Comedy has satyrs too”, in Harrison 2005, p. 201-218, esp. p. 208-209, who makes it clear 12.  Cf. also Lissarrague 1990, p. 231 and 2013, p. 30 (chorēgos); Klaus Junker, “The
that our ability to differentiate between satyrs in satyr-plays and in comedies is limited. On Transformation of Athenian Theatre Culture around 400 BC”, in Taplin, Wyles 2010, p.
satyr plays in general see most recently: Pierre Voelke, Un Théâtre de la marge. Aspects 134-5 (choregos or ordinary citizen as audience). For a more plausible choregos, Charinos
figuratifs et configurationels du drame satyrique dans l’Athènes classique, Bari, 2001; on the Pronomos vase see Peter Wilson, “The Man and the Music (and the Choregos)”, in
J. Gibert, “Recent work on Greek satyr play”, CJ 98, 2002, p. 79-88; J. Gibert, “Satyric Taplin, Wyles 2010, p. 206 and 209-210.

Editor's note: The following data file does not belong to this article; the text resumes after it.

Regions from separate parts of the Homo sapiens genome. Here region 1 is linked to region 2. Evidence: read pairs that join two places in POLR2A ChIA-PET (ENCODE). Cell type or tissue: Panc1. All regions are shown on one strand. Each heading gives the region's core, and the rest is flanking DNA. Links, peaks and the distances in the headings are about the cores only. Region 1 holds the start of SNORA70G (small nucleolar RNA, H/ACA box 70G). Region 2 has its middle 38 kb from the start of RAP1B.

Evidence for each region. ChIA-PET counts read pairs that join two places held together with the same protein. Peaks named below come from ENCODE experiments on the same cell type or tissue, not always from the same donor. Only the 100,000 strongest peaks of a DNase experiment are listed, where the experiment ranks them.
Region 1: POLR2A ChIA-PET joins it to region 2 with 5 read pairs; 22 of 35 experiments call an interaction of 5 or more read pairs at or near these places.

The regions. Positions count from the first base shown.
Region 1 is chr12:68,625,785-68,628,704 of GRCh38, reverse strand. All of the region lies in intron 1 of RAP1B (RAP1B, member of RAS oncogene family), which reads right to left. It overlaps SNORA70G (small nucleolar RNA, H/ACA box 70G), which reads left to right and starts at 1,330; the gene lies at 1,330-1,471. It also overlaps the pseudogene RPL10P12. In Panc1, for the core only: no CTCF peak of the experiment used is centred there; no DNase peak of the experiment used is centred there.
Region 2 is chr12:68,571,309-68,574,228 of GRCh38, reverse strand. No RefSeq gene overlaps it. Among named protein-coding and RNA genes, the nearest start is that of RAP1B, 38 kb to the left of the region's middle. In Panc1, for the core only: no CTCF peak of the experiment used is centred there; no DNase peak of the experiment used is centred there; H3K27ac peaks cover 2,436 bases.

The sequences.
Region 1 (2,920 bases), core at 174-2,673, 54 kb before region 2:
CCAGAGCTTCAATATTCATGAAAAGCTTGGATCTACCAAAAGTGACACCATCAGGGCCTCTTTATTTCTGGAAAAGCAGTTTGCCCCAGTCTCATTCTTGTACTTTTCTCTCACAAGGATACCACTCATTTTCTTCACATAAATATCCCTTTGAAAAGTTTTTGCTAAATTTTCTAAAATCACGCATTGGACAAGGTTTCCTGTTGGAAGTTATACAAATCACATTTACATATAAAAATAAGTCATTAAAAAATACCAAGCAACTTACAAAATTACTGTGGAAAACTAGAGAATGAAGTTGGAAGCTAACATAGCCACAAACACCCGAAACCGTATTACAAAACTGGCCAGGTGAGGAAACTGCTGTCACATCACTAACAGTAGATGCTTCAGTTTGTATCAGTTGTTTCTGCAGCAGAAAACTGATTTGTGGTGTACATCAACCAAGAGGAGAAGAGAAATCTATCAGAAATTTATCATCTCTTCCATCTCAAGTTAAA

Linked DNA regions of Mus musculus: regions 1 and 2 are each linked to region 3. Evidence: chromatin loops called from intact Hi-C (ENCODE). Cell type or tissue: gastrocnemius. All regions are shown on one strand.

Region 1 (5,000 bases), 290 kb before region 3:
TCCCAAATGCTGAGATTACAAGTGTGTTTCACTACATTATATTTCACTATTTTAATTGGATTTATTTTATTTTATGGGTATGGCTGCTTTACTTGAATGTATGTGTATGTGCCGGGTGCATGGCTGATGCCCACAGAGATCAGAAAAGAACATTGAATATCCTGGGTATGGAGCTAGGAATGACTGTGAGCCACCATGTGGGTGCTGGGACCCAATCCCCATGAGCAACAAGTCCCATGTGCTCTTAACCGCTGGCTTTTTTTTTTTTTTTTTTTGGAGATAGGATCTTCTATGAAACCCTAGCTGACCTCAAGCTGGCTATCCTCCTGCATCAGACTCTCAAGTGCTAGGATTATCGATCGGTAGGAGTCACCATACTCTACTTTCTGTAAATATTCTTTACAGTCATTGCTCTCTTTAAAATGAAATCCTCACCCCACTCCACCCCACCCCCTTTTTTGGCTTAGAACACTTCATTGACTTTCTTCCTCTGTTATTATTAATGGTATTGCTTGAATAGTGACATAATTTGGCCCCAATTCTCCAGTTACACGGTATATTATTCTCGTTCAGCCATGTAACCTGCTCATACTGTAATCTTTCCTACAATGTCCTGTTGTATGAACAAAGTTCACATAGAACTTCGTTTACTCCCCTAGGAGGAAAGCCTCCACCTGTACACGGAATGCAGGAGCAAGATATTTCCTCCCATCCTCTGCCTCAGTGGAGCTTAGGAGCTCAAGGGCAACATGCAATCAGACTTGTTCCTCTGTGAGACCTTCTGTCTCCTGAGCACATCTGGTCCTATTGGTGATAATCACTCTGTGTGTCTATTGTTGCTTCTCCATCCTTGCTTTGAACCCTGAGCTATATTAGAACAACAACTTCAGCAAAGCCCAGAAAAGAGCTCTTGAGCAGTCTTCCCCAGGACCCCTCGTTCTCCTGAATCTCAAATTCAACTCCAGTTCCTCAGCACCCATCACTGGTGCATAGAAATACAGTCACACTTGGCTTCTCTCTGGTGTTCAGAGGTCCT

Drama”, CR 2003, p. 22-24 (review of Voelke). 13.  Caltanisetta 20371: John D. Beazley, Paralipomena. Additions to Attic black-figure
9.  On perizōmata see Anneliese Kossatz-Deissmann, “Zur Herkunft des Perizoma im vase-painters and to Attic red-figure vase-painters, Oxford, 1971, p. 354, add as 274, 39
Sayrspiel”, JDAI 97, 1982, p. 65-90. Lissarrague 1990, p. 230-231, is perhaps unduly bis; Brommer 1978, p. 25, with 209 no. B.3; Robert Gempeler, “Die Schmiede des Hephäst
cautious. – Eine Satyr-Spielszene des Harrow-Malers”, AK 12, 1969, p. 16-21, pls 13 and 14, 3-4.
10.  Cf. Brommer 1959, p. 29-32; Sutton 1980, p. 70-1; Simon 1982, p. 131-2; Krumeich See also Mitchell 2009, p. 195; and Lissarrague 2013, p. 214, who views the satyrs
et alii 1999, p. 519-521. simply as workmen.
270 Dyfri Williams Prometheus, Epimetheus and Pandora 271

scene, suggesting that the moment is prior to Dionysos and his satyrs to put them together with the scenes of the return of Hephaistos as a single